President Bush and his successor have only three basic choices on strategy for Iraq: unconditional engagement, conditional engagement, or unconditional disengagement.
….The Bush administration and its supporters continue to call for a strategy of unconditional engagement in Iraq….This strategy will continue to be ineffective because it does not pressure Iraqi leaders to take the political risks needed for real reconciliation. A policy of unconditional engagement in Iraq is all carrots, and no sticks.
Too many critics of the war favor a policy of unconditional disengagement from Iraq….This strategy ignores the very real contribution American forces are making to preventing a resurgence of civil war in Iraq. It also shares the flaw of the administration’s approach in offering few incentives for Iraq’s leaders to accommodate.
….A policy of conditional engagement — a nuanced middle position between “all in” or “all out” — offers a better chance of producing lasting progress in Iraq. Under this strategy, U.S. negotiators would make clear that Iraq and America share a common interest in achieving sustainable stability in Iraq, and that the United States is willing to help support the Iraqi government over the long-term, but only so long as Iraqis move toward political accommodation….Implementing this approach requires a credible threat to abandon allies if they don’t move toward accommodation, while providing a credible promise to continue supporting them if they do move in this direction.
First: I really, really wish they’d skipped the “nuanced middle position” language, which just sets my teeth on edge. Maybe Kahl and Brimley feel the need to reassure everyone that they’re neither warmongers nor hippy pacifists, but in the end this is just preening. It has precisely nothing to do with whether their position actually makes sense.
But that little micro-rant aside, does their position make sense? It’s hard to say, since this is only a short memo and provides no details about just what “credible” threats they have in mind. And the devil is surely in the details here. Kahl and Brimley’s position — essentially timelines and benchmarks — used to be my own, but I’ve become convinced over the past couple of years that it’s politically infeasible.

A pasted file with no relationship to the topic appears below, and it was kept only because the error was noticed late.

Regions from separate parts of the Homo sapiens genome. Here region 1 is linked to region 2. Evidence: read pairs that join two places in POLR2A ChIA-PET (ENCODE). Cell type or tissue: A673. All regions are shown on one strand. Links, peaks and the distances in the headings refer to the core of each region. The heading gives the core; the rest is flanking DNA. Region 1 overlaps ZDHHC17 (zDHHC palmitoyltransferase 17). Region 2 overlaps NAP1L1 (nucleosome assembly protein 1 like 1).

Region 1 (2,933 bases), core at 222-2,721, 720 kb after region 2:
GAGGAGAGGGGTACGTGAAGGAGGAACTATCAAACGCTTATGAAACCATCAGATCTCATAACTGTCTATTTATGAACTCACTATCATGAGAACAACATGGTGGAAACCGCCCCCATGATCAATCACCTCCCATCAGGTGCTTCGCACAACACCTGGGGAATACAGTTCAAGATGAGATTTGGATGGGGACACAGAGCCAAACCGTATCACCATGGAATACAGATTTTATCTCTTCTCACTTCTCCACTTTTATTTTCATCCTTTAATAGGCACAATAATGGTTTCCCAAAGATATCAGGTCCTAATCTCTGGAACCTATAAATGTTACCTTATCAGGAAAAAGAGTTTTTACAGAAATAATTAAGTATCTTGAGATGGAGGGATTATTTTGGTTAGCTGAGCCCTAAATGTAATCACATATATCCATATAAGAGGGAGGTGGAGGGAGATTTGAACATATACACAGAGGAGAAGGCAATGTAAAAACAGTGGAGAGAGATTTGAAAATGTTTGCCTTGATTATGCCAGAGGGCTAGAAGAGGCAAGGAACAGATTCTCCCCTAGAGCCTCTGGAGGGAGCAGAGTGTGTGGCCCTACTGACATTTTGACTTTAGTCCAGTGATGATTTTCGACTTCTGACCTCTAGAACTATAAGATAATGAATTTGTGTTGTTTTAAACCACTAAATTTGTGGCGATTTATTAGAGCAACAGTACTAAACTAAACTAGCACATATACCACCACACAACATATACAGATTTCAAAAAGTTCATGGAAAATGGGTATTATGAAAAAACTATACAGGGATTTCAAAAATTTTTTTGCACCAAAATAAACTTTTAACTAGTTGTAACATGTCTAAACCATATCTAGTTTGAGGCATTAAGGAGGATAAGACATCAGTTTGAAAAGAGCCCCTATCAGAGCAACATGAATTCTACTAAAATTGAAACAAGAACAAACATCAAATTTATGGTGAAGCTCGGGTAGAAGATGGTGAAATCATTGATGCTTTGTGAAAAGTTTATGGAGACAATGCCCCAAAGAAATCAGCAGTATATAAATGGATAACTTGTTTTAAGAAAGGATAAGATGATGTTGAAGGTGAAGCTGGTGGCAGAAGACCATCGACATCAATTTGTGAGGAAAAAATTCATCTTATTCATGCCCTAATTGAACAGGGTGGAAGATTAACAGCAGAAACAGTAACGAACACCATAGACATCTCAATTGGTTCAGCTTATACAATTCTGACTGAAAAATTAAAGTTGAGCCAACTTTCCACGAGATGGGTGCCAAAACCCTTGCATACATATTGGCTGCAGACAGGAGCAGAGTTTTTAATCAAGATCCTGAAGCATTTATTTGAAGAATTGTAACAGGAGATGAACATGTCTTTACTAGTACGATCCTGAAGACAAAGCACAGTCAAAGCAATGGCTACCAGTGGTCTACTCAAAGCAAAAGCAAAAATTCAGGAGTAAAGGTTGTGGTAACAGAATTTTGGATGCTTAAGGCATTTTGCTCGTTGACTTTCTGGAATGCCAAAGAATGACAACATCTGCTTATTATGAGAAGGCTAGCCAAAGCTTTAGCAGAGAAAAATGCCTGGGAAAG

The problem is that this approach sets you up for an endless string of bloody political battles. As things stand now, if Barack Obama takes office in January and wants to begin withdrawing troops unconditionally, that might provoke a political fight, but only one political fight. And it’s one he can probably win since he’d have public opinion on his side and plenty of allies in Congress. And once the withdrawal is in motion, it’s almost impossible to stop.
But what if, instead, he scratches his chin, assembles a group of foreign policy worthies, and negotiates a nuanced set of benchmarks and timelines for the Iraqi government? First, he will have wasted six months, since foreign policy worthies don’t work on a faster timetable than that. Second, he’s “negotiating with himself,” essentially admitting up front that he’s willing to stay in Iraq if someone brings enough pressure to bear on him. That’s a poor start to a presidency.
And then what? The benchmarks will, of necessity, be fuzzy and malleable. In the real world, firm benchmarks just aren’t in the cards for a chaotic warzone like Iraq. So the first deadline arrives and — what? It’s a battle royal. Republicans will fight like crazed weasels, claiming that enough progress has been made that we should “keep our word” and stay in Iraq. Democrats will fight on the opposite side. Obama will try to find some kind of compromise and will fail. Either he keeps troops in Iraq, essentially admitting that he’s never going to withdraw, or he pulls them out amidst cries that he’s abandoning a solemn pledge from the U.S. government to the people of Iraq just when they need us the most.
And the next deadline? Rinse and repeat.
And again, world without end.
A couple of years ago it looked as though congressional Republicans might be softening on their support for the war. In the event, though, that turned out to be a mirage. Their support today is as strong as ever, and at this point it doesn’t look like anything will change that. President Obama can afford one clean fight over Iraq at the beginning of his term, when he has the tailwind of an election at his back and the firm support of the Democratic caucus. He can’t afford — or hope to win — fight after fight after fight with a Republican Party determined to paint him as a weakling and an appeaser.
And that fundamental reboot of American foreign policy we’re all hoping for from an Obama administration? You can forget about it as long as we’re still stuck in Iraq and still stuck fighting relentlessly over whether, and how fast, we should leave.
So color me skeptical. I’m willing to read Kahl and Brimley’s longer report when it comes out, but I suspect they won’t address the domestic political prospects of their proposal, and that’s the key to whether it has any hope of working or not. Caveat lector.